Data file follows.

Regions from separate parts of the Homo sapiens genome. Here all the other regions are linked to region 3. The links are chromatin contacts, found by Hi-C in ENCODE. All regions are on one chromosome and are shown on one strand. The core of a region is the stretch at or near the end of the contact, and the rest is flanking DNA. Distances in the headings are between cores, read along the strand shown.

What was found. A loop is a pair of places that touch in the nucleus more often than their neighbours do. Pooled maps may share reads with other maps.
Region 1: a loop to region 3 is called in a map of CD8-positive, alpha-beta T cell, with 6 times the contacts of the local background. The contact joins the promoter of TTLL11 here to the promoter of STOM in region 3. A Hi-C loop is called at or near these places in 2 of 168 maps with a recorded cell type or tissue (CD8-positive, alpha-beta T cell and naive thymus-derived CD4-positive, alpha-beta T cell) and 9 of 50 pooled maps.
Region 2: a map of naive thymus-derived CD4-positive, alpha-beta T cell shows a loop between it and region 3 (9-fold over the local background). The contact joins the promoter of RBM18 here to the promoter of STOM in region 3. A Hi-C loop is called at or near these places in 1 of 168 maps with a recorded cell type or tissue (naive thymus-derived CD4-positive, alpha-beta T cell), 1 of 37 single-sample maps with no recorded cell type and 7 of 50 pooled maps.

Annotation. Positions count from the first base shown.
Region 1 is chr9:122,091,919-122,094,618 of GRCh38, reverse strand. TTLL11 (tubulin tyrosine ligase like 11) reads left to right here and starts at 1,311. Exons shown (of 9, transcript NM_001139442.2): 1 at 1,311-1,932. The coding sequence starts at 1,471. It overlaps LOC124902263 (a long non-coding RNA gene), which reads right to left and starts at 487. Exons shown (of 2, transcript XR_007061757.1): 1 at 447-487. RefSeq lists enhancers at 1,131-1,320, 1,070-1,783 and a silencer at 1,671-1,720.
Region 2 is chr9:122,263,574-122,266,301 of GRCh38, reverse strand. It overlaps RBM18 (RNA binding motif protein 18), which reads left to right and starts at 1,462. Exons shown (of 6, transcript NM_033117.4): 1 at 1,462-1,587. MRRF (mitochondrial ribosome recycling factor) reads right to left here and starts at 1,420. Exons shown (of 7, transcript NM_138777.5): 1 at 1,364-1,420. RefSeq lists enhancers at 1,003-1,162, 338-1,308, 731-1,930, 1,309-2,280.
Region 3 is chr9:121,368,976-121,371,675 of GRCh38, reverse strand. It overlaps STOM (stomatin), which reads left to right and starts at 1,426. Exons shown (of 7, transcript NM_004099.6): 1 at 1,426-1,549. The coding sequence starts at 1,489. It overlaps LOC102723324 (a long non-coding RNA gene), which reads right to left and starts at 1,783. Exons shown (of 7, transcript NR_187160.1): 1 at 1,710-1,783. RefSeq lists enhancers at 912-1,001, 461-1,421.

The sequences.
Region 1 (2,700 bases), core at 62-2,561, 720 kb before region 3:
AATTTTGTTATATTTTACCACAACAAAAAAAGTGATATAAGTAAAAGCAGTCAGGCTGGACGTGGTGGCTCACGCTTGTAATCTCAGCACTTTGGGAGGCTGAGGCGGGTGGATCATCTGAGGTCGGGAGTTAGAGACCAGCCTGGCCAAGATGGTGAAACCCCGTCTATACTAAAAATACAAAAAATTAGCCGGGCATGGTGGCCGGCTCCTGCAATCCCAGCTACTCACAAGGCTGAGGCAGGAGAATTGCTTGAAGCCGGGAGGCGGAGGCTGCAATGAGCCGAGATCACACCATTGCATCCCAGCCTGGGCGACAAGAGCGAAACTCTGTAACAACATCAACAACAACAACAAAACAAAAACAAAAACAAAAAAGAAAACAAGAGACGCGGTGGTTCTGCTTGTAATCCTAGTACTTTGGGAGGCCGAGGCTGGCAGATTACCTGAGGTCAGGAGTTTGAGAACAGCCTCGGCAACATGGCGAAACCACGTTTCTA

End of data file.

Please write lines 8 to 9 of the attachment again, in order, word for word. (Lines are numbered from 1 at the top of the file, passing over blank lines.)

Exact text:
Region 3 is chr9:121,368,976-121,371,675 of GRCh38, reverse strand. It overlaps STOM (stomatin), which reads left to right and starts at 1,426. Exons shown (of 7, transcript NM_004099.6): 1 at 1,426-1,549. The coding sequence starts at 1,489. It overlaps LOC102723324 (a long non-coding RNA gene), which reads right to left and starts at 1,783. Exons shown (of 7, transcript NR_187160.1): 1 at 1,710-1,783. RefSeq lists enhancers at 912-1,001, 461-1,421.

The sequences.